HITECH as a Security Plan Catalyst

Planning, training more important than ever
HITECH as a Security Plan Catalyst
Editor's Note: This four-part series analyzes how to comply with the data security and privacy provisions of the HITECH Act.
Part #1 outlines how the Act encourages broader use of encryption.
Part #2 spells out the need to conduct a risk analysis and prepare a data security plan.
Part #3 describes compliance with new data security breach notification requirements.
Part #4 outlines the tough new data security enforcement provisions.

(Part two)

The HITECH Act provides strong new incentives for healthcare organizations to create comprehensive data security plans and train their staffs on how to keep personal health information secure.

That's because the regulation requires organizations to report data breaches to all affected patients. And the best way to avoid such a potentially embarrassing--and costly--report is to take steps to avoid the breaches in the first place.

Under the law, "covered entities," such as hospitals, physician group practices and insurers, must notify individuals within 60 days if protected health information is breached. They also must notify the Department of Health and Human Services and local news media if the breach involves more than 500 individuals. Please see: HITECH Provisions Story

In addition, covered entities must maintain a log of all data security breaches and annually submit it to HHS.

Time for re-training

The No. 1 step healthcare organizations must take to comply with the HITECH Act's security provisions is to re-train the entire workforce about how to ensure the security and privacy of personal health information, says Dan Rode, vice president for policy and government relations at the American Health Information Management Association, Chicago. "And the workforce includes volunteers who work in the institution, physicians who work there but may not be employed, as well as all of the employees," he says. For more insights, please see: Training Key to HITECH Prep - Interview with Dan Rode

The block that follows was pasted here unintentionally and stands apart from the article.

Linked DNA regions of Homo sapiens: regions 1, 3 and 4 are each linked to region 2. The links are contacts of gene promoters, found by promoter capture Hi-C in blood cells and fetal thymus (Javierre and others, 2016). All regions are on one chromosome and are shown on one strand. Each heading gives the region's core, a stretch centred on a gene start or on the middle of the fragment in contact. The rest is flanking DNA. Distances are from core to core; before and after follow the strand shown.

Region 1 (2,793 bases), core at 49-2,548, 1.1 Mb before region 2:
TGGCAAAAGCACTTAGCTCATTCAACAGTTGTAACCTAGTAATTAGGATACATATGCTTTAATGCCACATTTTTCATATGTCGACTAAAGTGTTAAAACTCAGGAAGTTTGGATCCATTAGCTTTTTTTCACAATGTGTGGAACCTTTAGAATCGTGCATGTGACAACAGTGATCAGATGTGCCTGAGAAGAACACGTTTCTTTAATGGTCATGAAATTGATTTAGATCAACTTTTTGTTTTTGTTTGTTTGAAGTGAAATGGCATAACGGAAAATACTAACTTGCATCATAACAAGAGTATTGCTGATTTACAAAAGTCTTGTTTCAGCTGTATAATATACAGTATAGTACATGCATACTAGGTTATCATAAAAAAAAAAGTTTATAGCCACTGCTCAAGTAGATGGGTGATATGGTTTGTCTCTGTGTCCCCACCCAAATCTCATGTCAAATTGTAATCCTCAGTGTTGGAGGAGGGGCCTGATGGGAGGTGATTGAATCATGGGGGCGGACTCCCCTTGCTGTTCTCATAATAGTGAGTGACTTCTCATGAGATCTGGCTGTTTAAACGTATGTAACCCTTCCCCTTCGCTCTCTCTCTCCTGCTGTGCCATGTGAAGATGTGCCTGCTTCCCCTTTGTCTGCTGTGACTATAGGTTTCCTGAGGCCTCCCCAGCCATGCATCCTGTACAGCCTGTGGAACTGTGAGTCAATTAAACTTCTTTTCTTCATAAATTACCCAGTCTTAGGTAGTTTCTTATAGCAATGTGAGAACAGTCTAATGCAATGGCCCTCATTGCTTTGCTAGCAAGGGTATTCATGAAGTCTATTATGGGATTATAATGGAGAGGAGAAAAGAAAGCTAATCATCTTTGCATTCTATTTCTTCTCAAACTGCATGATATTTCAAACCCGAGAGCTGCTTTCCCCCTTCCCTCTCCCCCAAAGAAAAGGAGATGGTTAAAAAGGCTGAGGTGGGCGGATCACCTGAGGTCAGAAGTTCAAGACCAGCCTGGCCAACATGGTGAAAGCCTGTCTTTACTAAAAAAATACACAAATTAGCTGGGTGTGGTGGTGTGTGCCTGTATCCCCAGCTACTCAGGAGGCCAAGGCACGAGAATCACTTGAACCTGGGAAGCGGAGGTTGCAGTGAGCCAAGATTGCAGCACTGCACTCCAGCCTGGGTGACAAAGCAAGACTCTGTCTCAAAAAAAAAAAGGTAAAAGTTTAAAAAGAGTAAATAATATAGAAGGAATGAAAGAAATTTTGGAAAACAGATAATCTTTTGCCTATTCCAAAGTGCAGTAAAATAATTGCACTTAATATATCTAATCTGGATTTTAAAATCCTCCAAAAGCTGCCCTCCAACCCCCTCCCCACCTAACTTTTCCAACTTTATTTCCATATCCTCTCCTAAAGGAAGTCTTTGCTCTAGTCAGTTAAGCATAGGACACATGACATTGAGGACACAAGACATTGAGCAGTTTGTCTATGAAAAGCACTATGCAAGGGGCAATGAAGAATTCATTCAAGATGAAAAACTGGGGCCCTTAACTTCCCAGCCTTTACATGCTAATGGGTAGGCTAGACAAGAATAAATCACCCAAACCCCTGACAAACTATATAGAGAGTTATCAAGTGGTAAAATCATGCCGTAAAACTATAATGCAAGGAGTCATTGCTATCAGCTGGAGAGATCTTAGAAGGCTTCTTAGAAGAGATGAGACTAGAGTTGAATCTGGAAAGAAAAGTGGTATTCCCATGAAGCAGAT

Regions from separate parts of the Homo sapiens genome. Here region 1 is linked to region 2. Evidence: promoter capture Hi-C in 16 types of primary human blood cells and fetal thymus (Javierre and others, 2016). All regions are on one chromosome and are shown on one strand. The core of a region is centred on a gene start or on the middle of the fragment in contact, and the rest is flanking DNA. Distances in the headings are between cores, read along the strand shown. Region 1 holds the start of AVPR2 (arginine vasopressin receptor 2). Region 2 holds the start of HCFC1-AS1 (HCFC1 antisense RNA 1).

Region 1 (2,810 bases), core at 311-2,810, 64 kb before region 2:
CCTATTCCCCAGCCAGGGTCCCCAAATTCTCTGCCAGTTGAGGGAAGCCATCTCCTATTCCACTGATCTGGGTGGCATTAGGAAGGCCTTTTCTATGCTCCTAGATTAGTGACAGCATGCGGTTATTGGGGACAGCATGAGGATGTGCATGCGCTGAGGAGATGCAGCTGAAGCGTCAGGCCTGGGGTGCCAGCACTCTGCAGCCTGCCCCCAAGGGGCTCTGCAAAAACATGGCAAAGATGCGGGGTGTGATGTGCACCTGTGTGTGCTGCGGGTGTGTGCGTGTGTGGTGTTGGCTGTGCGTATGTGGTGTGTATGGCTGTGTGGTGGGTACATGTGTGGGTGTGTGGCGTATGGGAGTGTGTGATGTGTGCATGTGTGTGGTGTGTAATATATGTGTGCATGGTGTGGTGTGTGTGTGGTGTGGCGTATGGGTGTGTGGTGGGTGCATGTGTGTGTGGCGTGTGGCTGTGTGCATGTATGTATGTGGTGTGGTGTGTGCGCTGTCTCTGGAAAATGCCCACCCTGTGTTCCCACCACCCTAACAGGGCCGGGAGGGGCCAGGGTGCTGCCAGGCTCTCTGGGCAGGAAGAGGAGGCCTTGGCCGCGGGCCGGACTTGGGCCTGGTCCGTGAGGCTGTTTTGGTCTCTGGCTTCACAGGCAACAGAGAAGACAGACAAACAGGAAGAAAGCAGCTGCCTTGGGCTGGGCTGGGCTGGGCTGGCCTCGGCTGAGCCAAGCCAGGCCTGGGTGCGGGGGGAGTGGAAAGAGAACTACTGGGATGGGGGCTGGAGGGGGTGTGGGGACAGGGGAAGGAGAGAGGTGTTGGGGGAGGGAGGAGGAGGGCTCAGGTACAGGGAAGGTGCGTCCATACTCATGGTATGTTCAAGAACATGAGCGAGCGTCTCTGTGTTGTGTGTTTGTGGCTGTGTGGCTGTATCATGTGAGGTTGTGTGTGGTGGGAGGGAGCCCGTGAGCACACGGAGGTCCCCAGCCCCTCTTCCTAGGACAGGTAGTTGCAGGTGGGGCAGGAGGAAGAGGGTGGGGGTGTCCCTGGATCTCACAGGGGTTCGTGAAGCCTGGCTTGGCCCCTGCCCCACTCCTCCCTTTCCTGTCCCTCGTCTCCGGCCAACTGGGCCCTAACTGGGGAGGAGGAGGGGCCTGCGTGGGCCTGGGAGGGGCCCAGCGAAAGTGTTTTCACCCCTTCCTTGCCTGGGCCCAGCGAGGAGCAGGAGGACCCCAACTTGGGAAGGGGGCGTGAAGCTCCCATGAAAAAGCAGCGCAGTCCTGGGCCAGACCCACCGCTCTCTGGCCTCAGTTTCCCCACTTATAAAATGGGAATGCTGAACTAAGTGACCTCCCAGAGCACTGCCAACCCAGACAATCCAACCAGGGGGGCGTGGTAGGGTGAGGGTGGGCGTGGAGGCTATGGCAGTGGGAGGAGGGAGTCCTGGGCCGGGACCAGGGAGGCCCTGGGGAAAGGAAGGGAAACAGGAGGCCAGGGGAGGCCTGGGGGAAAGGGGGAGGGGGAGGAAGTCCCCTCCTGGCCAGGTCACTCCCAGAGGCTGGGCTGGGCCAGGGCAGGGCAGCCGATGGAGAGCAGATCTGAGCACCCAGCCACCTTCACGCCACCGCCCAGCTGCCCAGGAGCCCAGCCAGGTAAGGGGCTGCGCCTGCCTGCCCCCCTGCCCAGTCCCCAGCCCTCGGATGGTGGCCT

Good Samaritan Hospital in Vincennes, Ind., is taking an aggressive approach to security training. "All of our employees are required to participate in online education, and there is a test that they will take to make sure they have competency," says CIO Charles Christian.

Training is also a top priority at Southwest Washington Medical Center in Vancouver, Wash, says Christopher Paidhrin, security compliance officer.

"You can have all the technologies in place, but if your workforce is not aware, awake, attentive and mindful of the policies, procedures and appropriate protocols, all those security tools can be undermined, circumvented and ignored," Paidhrin says. "A policy does no good if it sits in a folder or on an intranet and no one reads it. It's got to be part of everyone's everyday practice."

Risk analysis

Before creating or updating a data security plan, organizations must conduct a thorough risk analysis, pinpointing potential problem areas that need to be addressed, many experts advise.

But a recent survey by the Healthcare Information and Management Systems Society found that only 55% of hospitals conduct a risk analysis annually or more frequently.

"It should be done at least annually because a security risk analysis is the basis of HIPAA compliance," says Lisa Gallagher, senior director for privacy and security at Chicago-based HIMSS.

Too many hospitals and other healthcare organizations are focusing on acquiring security technologies rather than looking at the bigger picture, argues Kate Borten, president of the Marblehead (Mass.) Group. The security consultant says annual risk assessments are essential. "The technology alone does not make a security program."

Updates needed

At Johns Hopkins Medicine, a Baltimore-based academic medical center with four hospitals, the top annual data security priority is updating a risk assessment, says Stephanie Reel, vice president of information services. "We update it comprehensively every two years but we pay attention to it and update it in a smaller way every year," she notes. See also: Top 10 Data Security Projects at Johns Hopkins

"What goes hand-in-hand with that is our second priority, which is training, a truly continuous process," she adds.

To help ensure security, Johns Hopkins is investing in a number of technologies, including multi-factor authentication for those accessing its virtual private network remotely.

At Southwest Washington Medical Center, annual risk analyses are supplemented by a consultant's review every three years. "We contract out for an external full-spectrum assessment to make sure we're not deceiving ourselves," says Paidhrin, the security compliance officer.

Part three of the HITECH series focuses on preparing a data breach reporting plan.

About the Author

Howard Anderson

Howard Anderson

News Editor, ISMG

Anderson is news editor of Information Security Media Group and was founding editor of HealthcareInfoSecurity and DataBreachToday. He has more than 40 years of journalism experience, with a focus on healthcare information technology issues. Before launching HealthcareInfoSecurity, he served as founding editor of Health Data Management magazine, where he worked for 17 years, and he served in leadership roles at several other healthcare magazines and newspapers.

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